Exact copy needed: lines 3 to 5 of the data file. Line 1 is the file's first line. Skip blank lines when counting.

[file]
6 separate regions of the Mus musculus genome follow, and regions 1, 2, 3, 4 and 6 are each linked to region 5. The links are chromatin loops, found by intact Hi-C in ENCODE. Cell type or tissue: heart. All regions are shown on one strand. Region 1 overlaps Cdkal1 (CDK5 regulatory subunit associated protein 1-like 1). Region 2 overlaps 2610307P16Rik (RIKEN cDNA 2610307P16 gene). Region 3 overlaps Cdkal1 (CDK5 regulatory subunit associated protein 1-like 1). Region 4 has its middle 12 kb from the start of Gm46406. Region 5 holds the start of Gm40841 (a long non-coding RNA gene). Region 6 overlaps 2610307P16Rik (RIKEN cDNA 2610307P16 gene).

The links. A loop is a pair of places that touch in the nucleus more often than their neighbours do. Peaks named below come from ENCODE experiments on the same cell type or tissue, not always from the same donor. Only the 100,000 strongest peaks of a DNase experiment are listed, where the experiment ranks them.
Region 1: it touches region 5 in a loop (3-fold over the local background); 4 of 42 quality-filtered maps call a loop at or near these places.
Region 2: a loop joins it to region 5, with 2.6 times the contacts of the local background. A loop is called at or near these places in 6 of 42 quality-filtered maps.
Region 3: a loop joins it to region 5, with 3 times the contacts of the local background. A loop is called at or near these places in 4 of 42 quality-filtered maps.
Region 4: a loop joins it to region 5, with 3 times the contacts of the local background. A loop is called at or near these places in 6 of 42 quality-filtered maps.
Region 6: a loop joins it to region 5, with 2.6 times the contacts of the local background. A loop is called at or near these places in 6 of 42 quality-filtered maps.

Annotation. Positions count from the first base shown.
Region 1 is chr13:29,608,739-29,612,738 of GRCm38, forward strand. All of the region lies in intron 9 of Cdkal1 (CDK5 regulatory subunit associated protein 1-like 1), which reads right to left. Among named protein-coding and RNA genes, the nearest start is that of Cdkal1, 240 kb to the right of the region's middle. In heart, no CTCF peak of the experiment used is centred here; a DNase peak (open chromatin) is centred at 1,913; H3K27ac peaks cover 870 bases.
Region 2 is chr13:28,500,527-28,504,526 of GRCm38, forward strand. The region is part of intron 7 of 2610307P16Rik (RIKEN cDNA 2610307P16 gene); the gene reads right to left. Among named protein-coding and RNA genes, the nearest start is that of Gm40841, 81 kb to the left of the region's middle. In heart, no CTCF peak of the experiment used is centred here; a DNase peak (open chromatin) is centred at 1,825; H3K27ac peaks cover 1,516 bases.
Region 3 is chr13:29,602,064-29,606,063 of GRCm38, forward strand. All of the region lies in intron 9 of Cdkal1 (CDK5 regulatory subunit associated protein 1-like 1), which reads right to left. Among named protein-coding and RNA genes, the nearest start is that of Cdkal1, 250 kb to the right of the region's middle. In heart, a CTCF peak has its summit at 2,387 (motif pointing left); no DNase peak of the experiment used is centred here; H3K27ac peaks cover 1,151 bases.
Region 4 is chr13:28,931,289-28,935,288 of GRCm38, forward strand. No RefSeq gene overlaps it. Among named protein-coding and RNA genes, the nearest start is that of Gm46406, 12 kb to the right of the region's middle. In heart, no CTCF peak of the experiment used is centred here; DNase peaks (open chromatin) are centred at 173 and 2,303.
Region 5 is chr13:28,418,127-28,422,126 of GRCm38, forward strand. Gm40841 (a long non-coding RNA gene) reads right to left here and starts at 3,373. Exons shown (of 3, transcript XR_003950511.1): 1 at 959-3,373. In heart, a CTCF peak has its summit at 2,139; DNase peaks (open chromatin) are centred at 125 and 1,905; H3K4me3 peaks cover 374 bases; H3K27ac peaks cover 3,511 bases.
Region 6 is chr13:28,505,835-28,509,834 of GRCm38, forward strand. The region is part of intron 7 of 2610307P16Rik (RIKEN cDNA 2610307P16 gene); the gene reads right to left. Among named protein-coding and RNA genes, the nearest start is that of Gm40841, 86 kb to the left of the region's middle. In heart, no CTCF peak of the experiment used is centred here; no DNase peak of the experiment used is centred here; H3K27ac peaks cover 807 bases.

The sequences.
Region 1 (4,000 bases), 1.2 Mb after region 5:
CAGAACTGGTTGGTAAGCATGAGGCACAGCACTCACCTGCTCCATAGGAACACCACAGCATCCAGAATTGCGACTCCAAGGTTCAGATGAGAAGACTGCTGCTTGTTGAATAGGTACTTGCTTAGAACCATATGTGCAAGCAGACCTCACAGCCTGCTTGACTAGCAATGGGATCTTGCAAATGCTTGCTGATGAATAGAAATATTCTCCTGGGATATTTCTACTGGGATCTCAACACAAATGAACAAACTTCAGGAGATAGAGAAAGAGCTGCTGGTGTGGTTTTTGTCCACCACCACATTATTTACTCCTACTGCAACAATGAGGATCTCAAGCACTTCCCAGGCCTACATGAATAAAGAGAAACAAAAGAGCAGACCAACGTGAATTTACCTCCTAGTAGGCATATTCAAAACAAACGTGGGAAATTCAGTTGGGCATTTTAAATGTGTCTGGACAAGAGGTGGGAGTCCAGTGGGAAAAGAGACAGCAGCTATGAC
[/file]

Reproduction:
Region 1: it touches region 5 in a loop (3-fold over the local background); 4 of 42 quality-filtered maps call a loop at or near these places.
Region 2: a loop joins it to region 5, with 2.6 times the contacts of the local background. A loop is called at or near these places in 6 of 42 quality-filtered maps.
Region 3: a loop joins it to region 5, with 3 times the contacts of the local background. A loop is called at or near these places in 4 of 42 quality-filtered maps.